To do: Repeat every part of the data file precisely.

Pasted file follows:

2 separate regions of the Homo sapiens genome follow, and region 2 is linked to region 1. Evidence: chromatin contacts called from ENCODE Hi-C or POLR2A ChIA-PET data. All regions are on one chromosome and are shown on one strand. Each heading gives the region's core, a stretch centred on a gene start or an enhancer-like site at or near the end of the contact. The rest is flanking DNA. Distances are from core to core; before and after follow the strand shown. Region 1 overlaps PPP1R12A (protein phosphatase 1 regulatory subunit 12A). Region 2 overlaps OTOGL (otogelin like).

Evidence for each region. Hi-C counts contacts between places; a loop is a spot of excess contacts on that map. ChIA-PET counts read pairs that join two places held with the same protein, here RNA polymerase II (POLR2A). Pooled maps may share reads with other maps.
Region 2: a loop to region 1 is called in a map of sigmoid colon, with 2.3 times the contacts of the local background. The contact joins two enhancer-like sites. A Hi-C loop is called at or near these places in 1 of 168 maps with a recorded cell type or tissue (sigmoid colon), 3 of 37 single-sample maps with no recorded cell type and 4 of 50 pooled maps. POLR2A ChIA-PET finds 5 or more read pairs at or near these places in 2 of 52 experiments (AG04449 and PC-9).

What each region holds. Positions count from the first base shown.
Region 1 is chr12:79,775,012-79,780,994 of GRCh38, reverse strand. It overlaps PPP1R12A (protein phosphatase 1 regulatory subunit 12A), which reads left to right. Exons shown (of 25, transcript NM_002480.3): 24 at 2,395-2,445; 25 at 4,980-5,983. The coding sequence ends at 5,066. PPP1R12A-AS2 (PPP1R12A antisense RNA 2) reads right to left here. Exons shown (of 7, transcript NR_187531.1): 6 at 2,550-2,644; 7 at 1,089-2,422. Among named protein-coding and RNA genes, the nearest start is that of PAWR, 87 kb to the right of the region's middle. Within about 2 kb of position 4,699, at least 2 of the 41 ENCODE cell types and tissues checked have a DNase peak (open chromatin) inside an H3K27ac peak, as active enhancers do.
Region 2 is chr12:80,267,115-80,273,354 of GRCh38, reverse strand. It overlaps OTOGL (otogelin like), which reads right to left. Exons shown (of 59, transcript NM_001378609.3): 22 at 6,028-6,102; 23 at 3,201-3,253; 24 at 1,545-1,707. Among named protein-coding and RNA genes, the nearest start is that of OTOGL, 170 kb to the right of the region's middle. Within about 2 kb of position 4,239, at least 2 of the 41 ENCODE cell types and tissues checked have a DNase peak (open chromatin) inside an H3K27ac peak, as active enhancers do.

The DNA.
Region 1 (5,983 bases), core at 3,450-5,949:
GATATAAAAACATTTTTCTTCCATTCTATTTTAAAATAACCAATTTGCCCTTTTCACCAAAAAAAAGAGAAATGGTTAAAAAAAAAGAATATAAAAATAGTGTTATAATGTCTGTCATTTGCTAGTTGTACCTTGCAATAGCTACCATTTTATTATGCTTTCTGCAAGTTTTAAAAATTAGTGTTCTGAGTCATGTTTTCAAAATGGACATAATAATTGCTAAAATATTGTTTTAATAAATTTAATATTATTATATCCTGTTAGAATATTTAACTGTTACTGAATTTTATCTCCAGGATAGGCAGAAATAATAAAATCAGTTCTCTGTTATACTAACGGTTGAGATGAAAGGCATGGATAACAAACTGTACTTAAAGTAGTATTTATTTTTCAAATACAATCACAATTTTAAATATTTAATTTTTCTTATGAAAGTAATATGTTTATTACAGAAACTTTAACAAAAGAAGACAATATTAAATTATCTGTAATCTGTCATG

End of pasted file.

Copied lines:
2 separate regions of the Homo sapiens genome follow, and region 2 is linked to region 1. Evidence: chromatin contacts called from ENCODE Hi-C or POLR2A ChIA-PET data. All regions are on one chromosome and are shown on one strand. Each heading gives the region's core, a stretch centred on a gene start or an enhancer-like site at or near the end of the contact. The rest is flanking DNA. Distances are from core to core; before and after follow the strand shown. Region 1 overlaps PPP1R12A (protein phosphatase 1 regulatory subunit 12A). Region 2 overlaps OTOGL (otogelin like).

Evidence for each region. Hi-C counts contacts between places; a loop is a spot of excess contacts on that map. ChIA-PET counts read pairs that join two places held with the same protein, here RNA polymerase II (POLR2A). Pooled maps may share reads with other maps.
Region 2: a loop to region 1 is called in a map of sigmoid colon, with 2.3 times the contacts of the local background. The contact joins two enhancer-like sites. A Hi-C loop is called at or near these places in 1 of 168 maps with a recorded cell type or tissue (sigmoid colon), 3 of 37 single-sample maps with no recorded cell type and 4 of 50 pooled maps. POLR2A ChIA-PET finds 5 or more read pairs at or near these places in 2 of 52 experiments (AG04449 and PC-9).

What each region holds. Positions count from the first base shown.
Region 1 is chr12:79,775,012-79,780,994 of GRCh38, reverse strand. It overlaps PPP1R12A (protein phosphatase 1 regulatory subunit 12A), which reads left to right. Exons shown (of 25, transcript NM_002480.3): 24 at 2,395-2,445; 25 at 4,980-5,983. The coding sequence ends at 5,066. PPP1R12A-AS2 (PPP1R12A antisense RNA 2) reads right to left here. Exons shown (of 7, transcript NR_187531.1): 6 at 2,550-2,644; 7 at 1,089-2,422. Among named protein-coding and RNA genes, the nearest start is that of PAWR, 87 kb to the right of the region's middle. Within about 2 kb of position 4,699, at least 2 of the 41 ENCODE cell types and tissues checked have a DNase peak (open chromatin) inside an H3K27ac peak, as active enhancers do.
Region 2 is chr12:80,267,115-80,273,354 of GRCh38, reverse strand. It overlaps OTOGL (otogelin like), which reads right to left. Exons shown (of 59, transcript NM_001378609.3): 22 at 6,028-6,102; 23 at 3,201-3,253; 24 at 1,545-1,707. Among named protein-coding and RNA genes, the nearest start is that of OTOGL, 170 kb to the right of the region's middle. Within about 2 kb of position 4,239, at least 2 of the 41 ENCODE cell types and tissues checked have a DNase peak (open chromatin) inside an H3K27ac peak, as active enhancers do.

The DNA.
Region 1 (5,983 bases), core at 3,450-5,949:
GATATAAAAACATTTTTCTTCCATTCTATTTTAAAATAACCAATTTGCCCTTTTCACCAAAAAAAAGAGAAATGGTTAAAAAAAAAGAATATAAAAATAGTGTTATAATGTCTGTCATTTGCTAGTTGTACCTTGCAATAGCTACCATTTTATTATGCTTTCTGCAAGTTTTAAAAATTAGTGTTCTGAGTCATGTTTTCAAAATGGACATAATAATTGCTAAAATATTGTTTTAATAAATTTAATATTATTATATCCTGTTAGAATATTTAACTGTTACTGAATTTTATCTCCAGGATAGGCAGAAATAATAAAATCAGTTCTCTGTTATACTAACGGTTGAGATGAAAGGCATGGATAACAAACTGTACTTAAAGTAGTATTTATTTTTCAAATACAATCACAATTTTAAATATTTAATTTTTCTTATGAAAGTAATATGTTTATTACAGAAACTTTAACAAAAGAAGACAATATTAAATTATCTGTAATCTGTCATG